Google SEO News: Changes to Nofollow Links & Review Rich Results
In their very first episode of Google Search News on the Google Webmasters YouTube channel, Google’s Senior Webmaster Trends Analyst John Mueller sits down to discuss some of the latest Google SEO news. Of the updates Google recently made to improve its search functions, two, in particular, stood out. Google announced an expansion of nofollow links as well as changes to review rich search results.
New Attributes for Outbound Links
Google introduced the rel=nofollow attribute on links 15 years ago. Taking into account the major changes the internet and online content has gone through since then, they have revamped the nofollow attribute and expanded it. Google has added two new attributes for outbound links.
- rel=”sponsored” – Marks links as advertisements, sponsorships, and other types of paid placements, often called paid links.
- rel=”ugc” – Marks links created by users in user-generated content such as comments and forum posts. This helps mitigate the negative effect of comment spam. Consider not using this attribute on the links posted by trustworthy contributors who consistently provide high-quality content.
These outbound link attributes will be considered hints for ranking purposes just like their “nofollow” predecessor. Existing sites don’t need to make any changes. However, the clarity offered by “sponsored” and “ugc” is an option open to both old and new sites.
Changes to Review Rich Results
This bit of Google SEO new caused a bit of a stir when it was first announced. Changes were being made on how star ratings would show up on search results and who was able to have them. There were two parts to this adjustment.
1. Review rich results are only shown for certain types of items.
Sites can no longer attach review markup to any schema type and have a star rating displayed. Google determined that star ratings on search add value for the user only in certain cases. Now, a limited selection of schema types can trigger review rich results, these include the following (and their respective subtypes).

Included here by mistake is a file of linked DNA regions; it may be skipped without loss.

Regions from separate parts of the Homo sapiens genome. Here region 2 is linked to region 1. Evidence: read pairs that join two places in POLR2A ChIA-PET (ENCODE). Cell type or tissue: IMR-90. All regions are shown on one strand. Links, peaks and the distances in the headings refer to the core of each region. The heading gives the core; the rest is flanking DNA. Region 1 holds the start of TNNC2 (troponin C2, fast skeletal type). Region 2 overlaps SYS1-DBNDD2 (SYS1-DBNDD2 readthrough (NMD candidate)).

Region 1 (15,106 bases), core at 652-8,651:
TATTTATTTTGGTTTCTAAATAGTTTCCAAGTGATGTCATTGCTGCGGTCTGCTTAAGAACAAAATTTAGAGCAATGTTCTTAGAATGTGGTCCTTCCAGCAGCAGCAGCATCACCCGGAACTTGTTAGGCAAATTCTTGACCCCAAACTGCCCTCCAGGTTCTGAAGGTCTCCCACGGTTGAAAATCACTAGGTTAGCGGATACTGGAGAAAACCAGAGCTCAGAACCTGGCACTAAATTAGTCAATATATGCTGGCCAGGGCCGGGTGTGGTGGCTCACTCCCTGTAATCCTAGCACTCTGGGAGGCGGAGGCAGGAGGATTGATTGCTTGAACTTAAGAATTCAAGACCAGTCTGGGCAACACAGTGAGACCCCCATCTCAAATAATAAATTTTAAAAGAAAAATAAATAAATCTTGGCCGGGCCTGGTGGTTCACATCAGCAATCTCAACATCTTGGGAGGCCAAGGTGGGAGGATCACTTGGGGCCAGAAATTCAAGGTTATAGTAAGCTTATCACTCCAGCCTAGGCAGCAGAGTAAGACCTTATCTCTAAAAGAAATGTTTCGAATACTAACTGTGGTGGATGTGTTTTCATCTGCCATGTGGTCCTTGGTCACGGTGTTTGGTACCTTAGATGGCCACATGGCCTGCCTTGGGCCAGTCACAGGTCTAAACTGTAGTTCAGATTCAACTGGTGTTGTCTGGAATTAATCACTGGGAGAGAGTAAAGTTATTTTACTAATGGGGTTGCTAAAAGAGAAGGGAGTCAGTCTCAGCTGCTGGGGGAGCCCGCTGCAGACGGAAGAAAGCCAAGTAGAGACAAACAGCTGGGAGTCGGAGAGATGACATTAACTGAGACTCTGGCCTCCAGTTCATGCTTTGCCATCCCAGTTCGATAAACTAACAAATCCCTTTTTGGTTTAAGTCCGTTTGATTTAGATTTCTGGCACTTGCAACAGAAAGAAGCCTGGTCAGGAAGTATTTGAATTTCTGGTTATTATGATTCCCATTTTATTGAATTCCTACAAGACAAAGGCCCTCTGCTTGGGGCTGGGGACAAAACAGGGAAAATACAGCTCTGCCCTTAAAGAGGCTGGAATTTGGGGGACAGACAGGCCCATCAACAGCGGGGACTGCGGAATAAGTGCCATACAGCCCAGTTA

2. Self-serving reviews a business or organization kept on its own website would not be shown in search.
After determining the limited value they have for users, Google will no longer be displaying self-serving reviews for LocalBusiness and Organization in search results. Reviews are considered “self-serving” when a review about a business or organization is placed on the website of that entity, either directly in their markup or through a third-party widget. Google will no longer display review rich results for LocalBusiness and Organization schema types (and their subtypes) if the entity being reviewed controls those reviews themselves.
Websites don’t have to take out the review markup or third-party review widgets they already have in place, they just won’t trigger Google to display a star rating anymore. LocalBusiness and Organization remain valid schema types for review rich results. However, unless you are adding review markup for a specific product or item or you are a review aggregator site like Yelp, star ratings for individual businesses seem to be dead.
At Tandem Interactive, our team is dedicated to keeping up with the latest Google SEO news and updates. We are a digital marketing agency in Fort Lauderdale serving clients nationwide, specializing in organic SEM, social media, neuromarketing, visual marketing, and reputation management in South Florida. We are also a Fort Lauderdale PPC agency offering award-winning pay-per-click, remarketing, and other paid online advertising services. Contact us or call 954.281.9995 today to find out how #TeamTandem can launch your company to the next level!